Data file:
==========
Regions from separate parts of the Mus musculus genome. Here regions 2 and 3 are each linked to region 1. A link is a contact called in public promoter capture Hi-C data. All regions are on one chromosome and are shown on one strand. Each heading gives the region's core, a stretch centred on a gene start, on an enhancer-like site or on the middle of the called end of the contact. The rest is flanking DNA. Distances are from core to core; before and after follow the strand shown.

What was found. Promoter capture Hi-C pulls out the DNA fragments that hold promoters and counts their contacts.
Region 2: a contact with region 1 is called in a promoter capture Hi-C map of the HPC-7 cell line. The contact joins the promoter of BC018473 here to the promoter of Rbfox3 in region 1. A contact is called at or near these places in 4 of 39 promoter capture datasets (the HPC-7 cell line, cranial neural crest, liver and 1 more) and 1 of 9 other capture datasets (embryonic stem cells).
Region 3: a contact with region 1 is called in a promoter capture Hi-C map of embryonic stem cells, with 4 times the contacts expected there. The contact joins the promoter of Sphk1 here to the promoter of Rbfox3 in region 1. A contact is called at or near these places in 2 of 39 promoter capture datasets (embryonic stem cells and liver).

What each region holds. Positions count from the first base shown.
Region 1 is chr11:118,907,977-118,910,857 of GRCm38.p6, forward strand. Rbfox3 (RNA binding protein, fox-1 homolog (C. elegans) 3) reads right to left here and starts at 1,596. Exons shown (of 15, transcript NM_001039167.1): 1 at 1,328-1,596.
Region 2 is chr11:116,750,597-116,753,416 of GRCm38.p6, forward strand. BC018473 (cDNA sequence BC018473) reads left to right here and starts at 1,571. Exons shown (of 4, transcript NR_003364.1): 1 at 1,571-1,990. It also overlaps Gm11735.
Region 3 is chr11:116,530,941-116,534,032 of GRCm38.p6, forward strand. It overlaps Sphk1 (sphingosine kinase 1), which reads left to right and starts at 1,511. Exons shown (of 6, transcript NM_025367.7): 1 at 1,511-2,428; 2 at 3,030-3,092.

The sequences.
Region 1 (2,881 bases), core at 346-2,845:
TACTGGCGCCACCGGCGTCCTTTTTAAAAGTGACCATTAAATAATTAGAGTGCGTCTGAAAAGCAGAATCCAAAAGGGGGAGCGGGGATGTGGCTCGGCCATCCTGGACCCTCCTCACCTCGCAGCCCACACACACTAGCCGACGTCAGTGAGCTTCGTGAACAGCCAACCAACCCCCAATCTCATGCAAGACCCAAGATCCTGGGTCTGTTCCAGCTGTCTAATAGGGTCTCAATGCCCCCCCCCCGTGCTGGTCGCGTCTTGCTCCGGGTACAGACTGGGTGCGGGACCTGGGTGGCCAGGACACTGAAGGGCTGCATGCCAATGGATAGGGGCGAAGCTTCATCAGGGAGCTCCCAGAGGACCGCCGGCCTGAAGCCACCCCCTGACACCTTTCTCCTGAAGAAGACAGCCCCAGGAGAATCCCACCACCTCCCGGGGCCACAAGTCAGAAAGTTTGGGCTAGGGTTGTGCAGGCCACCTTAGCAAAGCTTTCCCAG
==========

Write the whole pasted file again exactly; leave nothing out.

Regions from separate parts of the Mus musculus genome. Here regions 2 and 3 are each linked to region 1. A link is a contact called in public promoter capture Hi-C data. All regions are on one chromosome and are shown on one strand. Each heading gives the region's core, a stretch centred on a gene start, on an enhancer-like site or on the middle of the called end of the contact. The rest is flanking DNA. Distances are from core to core; before and after follow the strand shown.

What was found. Promoter capture Hi-C pulls out the DNA fragments that hold promoters and counts their contacts.
Region 2: a contact with region 1 is called in a promoter capture Hi-C map of the HPC-7 cell line. The contact joins the promoter of BC018473 here to the promoter of Rbfox3 in region 1. A contact is called at or near these places in 4 of 39 promoter capture datasets (the HPC-7 cell line, cranial neural crest, liver and 1 more) and 1 of 9 other capture datasets (embryonic stem cells).
Region 3: a contact with region 1 is called in a promoter capture Hi-C map of embryonic stem cells, with 4 times the contacts expected there. The contact joins the promoter of Sphk1 here to the promoter of Rbfox3 in region 1. A contact is called at or near these places in 2 of 39 promoter capture datasets (embryonic stem cells and liver).

What each region holds. Positions count from the first base shown.
Region 1 is chr11:118,907,977-118,910,857 of GRCm38.p6, forward strand. Rbfox3 (RNA binding protein, fox-1 homolog (C. elegans) 3) reads right to left here and starts at 1,596. Exons shown (of 15, transcript NM_001039167.1): 1 at 1,328-1,596.
Region 2 is chr11:116,750,597-116,753,416 of GRCm38.p6, forward strand. BC018473 (cDNA sequence BC018473) reads left to right here and starts at 1,571. Exons shown (of 4, transcript NR_003364.1): 1 at 1,571-1,990. It also overlaps Gm11735.
Region 3 is chr11:116,530,941-116,534,032 of GRCm38.p6, forward strand. It overlaps Sphk1 (sphingosine kinase 1), which reads left to right and starts at 1,511. Exons shown (of 6, transcript NM_025367.7): 1 at 1,511-2,428; 2 at 3,030-3,092.

The sequences.
Region 1 (2,881 bases), core at 346-2,845:
TACTGGCGCCACCGGCGTCCTTTTTAAAAGTGACCATTAAATAATTAGAGTGCGTCTGAAAAGCAGAATCCAAAAGGGGGAGCGGGGATGTGGCTCGGCCATCCTGGACCCTCCTCACCTCGCAGCCCACACACACTAGCCGACGTCAGTGAGCTTCGTGAACAGCCAACCAACCCCCAATCTCATGCAAGACCCAAGATCCTGGGTCTGTTCCAGCTGTCTAATAGGGTCTCAATGCCCCCCCCCCGTGCTGGTCGCGTCTTGCTCCGGGTACAGACTGGGTGCGGGACCTGGGTGGCCAGGACACTGAAGGGCTGCATGCCAATGGATAGGGGCGAAGCTTCATCAGGGAGCTCCCAGAGGACCGCCGGCCTGAAGCCACCCCCTGACACCTTTCTCCTGAAGAAGACAGCCCCAGGAGAATCCCACCACCTCCCGGGGCCACAAGTCAGAAAGTTTGGGCTAGGGTTGTGCAGGCCACCTTAGCAAAGCTTTCCCAG